Not that I don’t ever see National League baseball. But I do try to make my allotment of baseball watching hours Yankee, and therefore mostly American League, centric.
So although far from an expert I can confidently say that what I saw yesterday confirmed many of my season long, longer in some cases, beliefs.
In no particular order of importance:
I have strong suspicions that Ryan Braun is an ass.
I recall him stealing 30 bases a year while batting in front of Prince Fielder. Generally, if a guy with a SLG% in the mid .500s is up, running is a bad idea. Then the whole PED thing. I don’t really care that he used, but throwing an innocent lab tech under the bus was pretty shitty. Yesterday he was thrown out at home by 8 feet early in the game (rubs temples) then later decided to gesticulate demonstratively and yell at teammate Christian Yelich for Yelich’s base running blunder which it must be said, was nowhere near as bad as Braun’s. Later, with Yelich on the bases again, Braun did a look at me eye roll, palms up to heaven reaction to Yelich not scoring on another Braun single. To be fair, Yelich seemed cool with it in the dugout, but showing up your teammates is never a good look, especially when you were a baserunning imbecile an hour ago.
Speaking of Braun’s single and imbeciles…
A.J. Pierzynski is commentator to whom it is very difficult to listen. Just prior to Braun ripping a single down the left field line with Yelich on 2nd base, referenced above, Yelich had advanced from 1st to 2nd on a passed ball. Pierzynski, in full “hey kids, get off my lawn” voice, proclaimed that Braun’s thinking now had to change – he needed to be thinking about hitting the ball to the right side to “get the runner over”.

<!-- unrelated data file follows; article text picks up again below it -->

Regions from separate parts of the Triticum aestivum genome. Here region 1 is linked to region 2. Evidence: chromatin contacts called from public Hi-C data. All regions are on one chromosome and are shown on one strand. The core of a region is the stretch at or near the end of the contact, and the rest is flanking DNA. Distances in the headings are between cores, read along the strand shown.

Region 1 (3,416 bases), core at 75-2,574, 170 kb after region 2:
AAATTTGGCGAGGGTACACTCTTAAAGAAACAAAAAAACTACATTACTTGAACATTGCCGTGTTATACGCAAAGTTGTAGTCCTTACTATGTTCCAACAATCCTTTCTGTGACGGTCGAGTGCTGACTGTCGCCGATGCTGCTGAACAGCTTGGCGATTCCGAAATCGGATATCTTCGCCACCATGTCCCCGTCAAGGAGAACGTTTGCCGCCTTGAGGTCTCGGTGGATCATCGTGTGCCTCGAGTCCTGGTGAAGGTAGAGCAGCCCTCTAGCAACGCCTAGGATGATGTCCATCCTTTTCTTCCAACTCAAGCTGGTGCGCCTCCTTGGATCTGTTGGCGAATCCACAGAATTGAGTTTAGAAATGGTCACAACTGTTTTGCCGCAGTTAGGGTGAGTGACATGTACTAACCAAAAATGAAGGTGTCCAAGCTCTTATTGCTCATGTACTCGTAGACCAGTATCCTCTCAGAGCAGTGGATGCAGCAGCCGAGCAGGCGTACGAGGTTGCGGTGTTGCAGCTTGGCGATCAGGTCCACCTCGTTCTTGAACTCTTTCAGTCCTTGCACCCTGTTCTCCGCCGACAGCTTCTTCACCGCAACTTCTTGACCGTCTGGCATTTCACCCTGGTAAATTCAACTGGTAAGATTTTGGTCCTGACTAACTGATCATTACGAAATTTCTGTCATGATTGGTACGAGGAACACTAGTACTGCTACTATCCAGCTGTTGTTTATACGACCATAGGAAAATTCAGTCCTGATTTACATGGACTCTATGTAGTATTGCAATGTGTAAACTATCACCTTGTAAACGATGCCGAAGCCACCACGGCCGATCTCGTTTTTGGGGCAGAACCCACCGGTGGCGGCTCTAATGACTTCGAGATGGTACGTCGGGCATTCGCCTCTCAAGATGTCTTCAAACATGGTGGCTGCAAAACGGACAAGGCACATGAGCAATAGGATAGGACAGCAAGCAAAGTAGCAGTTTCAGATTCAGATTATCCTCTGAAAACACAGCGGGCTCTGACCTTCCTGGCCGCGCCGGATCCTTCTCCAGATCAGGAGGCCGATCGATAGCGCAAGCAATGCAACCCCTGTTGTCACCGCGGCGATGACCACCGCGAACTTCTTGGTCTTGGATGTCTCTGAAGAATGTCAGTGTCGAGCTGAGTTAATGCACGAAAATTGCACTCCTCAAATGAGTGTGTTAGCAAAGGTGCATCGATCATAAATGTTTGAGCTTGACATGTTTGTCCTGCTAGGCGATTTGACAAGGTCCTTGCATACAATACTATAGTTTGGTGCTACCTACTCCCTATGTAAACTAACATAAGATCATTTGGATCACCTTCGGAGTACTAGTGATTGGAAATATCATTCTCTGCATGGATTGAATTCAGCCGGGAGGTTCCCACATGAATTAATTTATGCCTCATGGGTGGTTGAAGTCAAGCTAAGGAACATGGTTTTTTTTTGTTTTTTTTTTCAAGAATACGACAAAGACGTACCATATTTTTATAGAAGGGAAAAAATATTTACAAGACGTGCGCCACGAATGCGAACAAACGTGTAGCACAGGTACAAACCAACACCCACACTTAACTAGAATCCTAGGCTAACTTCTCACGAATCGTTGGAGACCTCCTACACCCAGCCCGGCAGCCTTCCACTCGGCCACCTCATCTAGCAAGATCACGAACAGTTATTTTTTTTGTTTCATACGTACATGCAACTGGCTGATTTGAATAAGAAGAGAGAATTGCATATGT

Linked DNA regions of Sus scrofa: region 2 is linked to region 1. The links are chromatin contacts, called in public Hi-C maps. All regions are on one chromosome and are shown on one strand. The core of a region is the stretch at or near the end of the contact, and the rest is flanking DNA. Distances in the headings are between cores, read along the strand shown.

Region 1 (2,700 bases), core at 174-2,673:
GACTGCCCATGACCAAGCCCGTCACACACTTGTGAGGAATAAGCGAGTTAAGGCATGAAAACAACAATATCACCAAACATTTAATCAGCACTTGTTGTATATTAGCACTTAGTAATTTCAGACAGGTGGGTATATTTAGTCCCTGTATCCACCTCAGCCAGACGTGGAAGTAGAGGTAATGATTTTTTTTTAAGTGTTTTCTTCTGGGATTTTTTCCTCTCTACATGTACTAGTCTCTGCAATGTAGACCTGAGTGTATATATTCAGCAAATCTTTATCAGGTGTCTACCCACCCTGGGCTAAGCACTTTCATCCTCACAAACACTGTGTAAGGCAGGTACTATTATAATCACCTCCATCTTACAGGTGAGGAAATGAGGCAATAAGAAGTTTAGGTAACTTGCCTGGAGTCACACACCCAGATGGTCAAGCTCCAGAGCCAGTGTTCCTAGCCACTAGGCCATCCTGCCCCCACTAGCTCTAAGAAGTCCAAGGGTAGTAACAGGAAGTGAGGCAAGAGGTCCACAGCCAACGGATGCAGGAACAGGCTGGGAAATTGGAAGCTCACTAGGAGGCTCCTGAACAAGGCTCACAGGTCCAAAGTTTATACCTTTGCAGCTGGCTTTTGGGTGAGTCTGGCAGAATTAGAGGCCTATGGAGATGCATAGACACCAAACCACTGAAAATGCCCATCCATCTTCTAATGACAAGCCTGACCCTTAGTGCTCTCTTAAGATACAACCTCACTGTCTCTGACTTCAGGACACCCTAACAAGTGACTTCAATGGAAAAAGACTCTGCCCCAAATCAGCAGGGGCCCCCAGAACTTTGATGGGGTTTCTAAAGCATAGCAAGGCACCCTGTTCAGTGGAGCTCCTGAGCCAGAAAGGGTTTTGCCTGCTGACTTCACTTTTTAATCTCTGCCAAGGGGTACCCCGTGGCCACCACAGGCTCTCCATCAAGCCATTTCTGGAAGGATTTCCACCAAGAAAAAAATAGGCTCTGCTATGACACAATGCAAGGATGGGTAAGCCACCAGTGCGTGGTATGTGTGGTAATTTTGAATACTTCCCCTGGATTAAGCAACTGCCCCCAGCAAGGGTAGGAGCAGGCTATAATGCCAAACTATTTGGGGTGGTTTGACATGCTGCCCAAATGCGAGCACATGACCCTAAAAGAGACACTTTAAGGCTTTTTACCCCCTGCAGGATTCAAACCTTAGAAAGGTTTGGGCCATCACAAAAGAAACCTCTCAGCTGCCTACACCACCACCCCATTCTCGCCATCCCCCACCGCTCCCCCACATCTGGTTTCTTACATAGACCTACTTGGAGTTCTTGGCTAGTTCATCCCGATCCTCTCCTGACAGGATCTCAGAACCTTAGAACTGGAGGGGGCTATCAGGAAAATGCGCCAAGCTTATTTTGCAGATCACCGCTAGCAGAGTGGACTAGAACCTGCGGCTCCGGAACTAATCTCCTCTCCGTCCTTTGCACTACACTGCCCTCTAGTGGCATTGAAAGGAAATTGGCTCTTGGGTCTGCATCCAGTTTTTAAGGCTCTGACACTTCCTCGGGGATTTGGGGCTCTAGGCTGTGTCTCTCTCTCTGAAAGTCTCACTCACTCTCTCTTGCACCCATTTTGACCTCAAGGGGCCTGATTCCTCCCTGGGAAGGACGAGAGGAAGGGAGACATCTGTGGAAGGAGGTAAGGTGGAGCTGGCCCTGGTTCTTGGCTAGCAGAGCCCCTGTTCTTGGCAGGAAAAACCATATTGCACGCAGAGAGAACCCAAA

(Sighs…) Run expectancy, runner on 2nd, no out: 1.08. Run expectancy, runner on 3rd, 1 out: .91. Yup. Decreasing your teams run expectancy by about 20% is always a good baseball play, say the old-timey “real” baseball men.
But in fairness, when Braun decided hitting the ball hard anywhere was better than hitting it softly to the right and succeeded, Pierzynski did say “Wow, good thing he didn’t tap the ball to second because that hit was better for the team.” HaHaHa! Just kidding – he didn’t say that. Luddite broadcasters never do. Never.
Earlier in the game, when the topic of the NL MVP came up with Pierzynski and David Cone (who must have been thinking, “Awesome, I’m away from Leiter and O’Neill finally! Oh…AJ…hi…”), Cone mentioned, as many do who’ve thought this through, that Jacob deGrom is the NL MVP. Pierzynski proclaimed that deGrom is a pitcher. When “…he has to play the field, let me know.”
Cone assuredly sipped his bourbon at that point. Wonder if anyone told A.J. or if they just let it go…?
The Brewers were the best team in the NL this season. They would have finished 4th in the AL East.
Christian Yelich is the likely NL MVP. He might, MIGHT, crack the top 10 among AL players. And he’s an Aaron Judge homerun away from the top 5 AL players.
In the 2nd game last night, Atlanta trailed 4-0 when batting in the top of the 3rd inning. With one out and no one on, Atlanta manager Brian Snitker sent Braves starting pitcher Mike Foltynewicz to the plate to bat. As anyone who played a few thousand Strat-O-Matic games as a kid can tell you, you never – NEVER – send your pitcher up to hit when trailing by four runs. Never.
Snitker, sitting in frying pan, sees fire…
Foltynewicz was then removed from the game. Sean Newcomb replaced him on the mound in the bottom of the 3rd for the Braves. By the power of Greg Maddux’s two-seamer, I declare you a crazy person, Mr. Snitker.
And while we’re at it: No – the pitcher batting doesn’t add strategical intrigue to the game. When there’s a runner on first base and less than two outs and the pitcher is up, none of us slide to the edge of our seat wondering what’s going to happen. We all know what’s going to happen. There’s going to be an amateurish attempt at an ancient relic of a baseball play. That’s not a strategy, it’s nonsense.
My amateur pop psychology opinion says that people who are anti-DH are anti-change, not DH.
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